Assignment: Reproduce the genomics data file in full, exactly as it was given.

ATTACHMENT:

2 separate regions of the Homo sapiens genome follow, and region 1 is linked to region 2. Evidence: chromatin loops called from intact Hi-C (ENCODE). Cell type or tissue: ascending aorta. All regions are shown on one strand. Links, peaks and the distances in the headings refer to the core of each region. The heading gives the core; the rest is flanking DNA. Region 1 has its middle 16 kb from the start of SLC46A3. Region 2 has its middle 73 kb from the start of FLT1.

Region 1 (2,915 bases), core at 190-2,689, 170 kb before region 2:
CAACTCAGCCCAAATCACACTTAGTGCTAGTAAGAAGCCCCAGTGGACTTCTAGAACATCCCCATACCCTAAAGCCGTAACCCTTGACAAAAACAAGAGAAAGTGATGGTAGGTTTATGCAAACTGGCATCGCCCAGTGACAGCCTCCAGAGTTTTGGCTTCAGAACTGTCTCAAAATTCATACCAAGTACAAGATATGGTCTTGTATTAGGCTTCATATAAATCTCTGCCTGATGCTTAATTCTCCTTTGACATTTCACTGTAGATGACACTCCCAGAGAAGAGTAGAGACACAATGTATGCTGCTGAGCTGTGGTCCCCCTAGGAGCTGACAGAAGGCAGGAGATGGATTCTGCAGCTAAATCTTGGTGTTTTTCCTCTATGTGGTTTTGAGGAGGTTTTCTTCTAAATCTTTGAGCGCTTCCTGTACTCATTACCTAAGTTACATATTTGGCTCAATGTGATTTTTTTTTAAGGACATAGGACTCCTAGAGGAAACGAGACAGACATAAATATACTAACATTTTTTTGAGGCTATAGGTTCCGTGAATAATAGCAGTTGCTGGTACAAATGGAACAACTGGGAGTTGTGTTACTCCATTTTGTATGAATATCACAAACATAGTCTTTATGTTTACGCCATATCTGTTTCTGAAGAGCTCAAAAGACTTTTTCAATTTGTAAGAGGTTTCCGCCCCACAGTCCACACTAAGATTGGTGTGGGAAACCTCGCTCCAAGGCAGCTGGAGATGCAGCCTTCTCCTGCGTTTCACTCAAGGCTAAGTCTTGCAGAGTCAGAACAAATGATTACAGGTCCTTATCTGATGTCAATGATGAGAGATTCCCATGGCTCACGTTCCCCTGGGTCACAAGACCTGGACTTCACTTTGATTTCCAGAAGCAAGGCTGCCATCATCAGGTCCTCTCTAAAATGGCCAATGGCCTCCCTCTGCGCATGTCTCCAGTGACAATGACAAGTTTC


2 separate regions of the Homo sapiens genome follow, and region 1 is linked to region 2. Evidence: chromatin loops called from intact Hi-C (ENCODE). Cell type or tissue: ascending aorta. All regions are shown on one strand. Links, peaks and the distances in the headings refer to the core of each region. The heading gives the core; the rest is flanking DNA. Region 1 has its middle 16 kb from the start of SLC46A3. Region 2 has its middle 73 kb from the start of FLT1.

Region 1 (2,915 bases), core at 190-2,689, 170 kb before region 2:
CAACTCAGCCCAAATCACACTTAGTGCTAGTAAGAAGCCCCAGTGGACTTCTAGAACATCCCCATACCCTAAAGCCGTAACCCTTGACAAAAACAAGAGAAAGTGATGGTAGGTTTATGCAAACTGGCATCGCCCAGTGACAGCCTCCAGAGTTTTGGCTTCAGAACTGTCTCAAAATTCATACCAAGTACAAGATATGGTCTTGTATTAGGCTTCATATAAATCTCTGCCTGATGCTTAATTCTCCTTTGACATTTCACTGTAGATGACACTCCCAGAGAAGAGTAGAGACACAATGTATGCTGCTGAGCTGTGGTCCCCCTAGGAGCTGACAGAAGGCAGGAGATGGATTCTGCAGCTAAATCTTGGTGTTTTTCCTCTATGTGGTTTTGAGGAGGTTTTCTTCTAAATCTTTGAGCGCTTCCTGTACTCATTACCTAAGTTACATATTTGGCTCAATGTGATTTTTTTTTAAGGACATAGGACTCCTAGAGGAAACGAGACAGACATAAATATACTAACATTTTTTTGAGGCTATAGGTTCCGTGAATAATAGCAGTTGCTGGTACAAATGGAACAACTGGGAGTTGTGTTACTCCATTTTGTATGAATATCACAAACATAGTCTTTATGTTTACGCCATATCTGTTTCTGAAGAGCTCAAAAGACTTTTTCAATTTGTAAGAGGTTTCCGCCCCACAGTCCACACTAAGATTGGTGTGGGAAACCTCGCTCCAAGGCAGCTGGAGATGCAGCCTTCTCCTGCGTTTCACTCAAGGCTAAGTCTTGCAGAGTCAGAACAAATGATTACAGGTCCTTATCTGATGTCAATGATGAGAGATTCCCATGGCTCACGTTCCCCTGGGTCACAAGACCTGGACTTCACTTTGATTTCCAGAAGCAAGGCTGCCATCATCAGGTCCTCTCTAAAATGGCCAATGGCCTCCCTCTGCGCATGTCTCCAGTGACAATGACAAGTTTC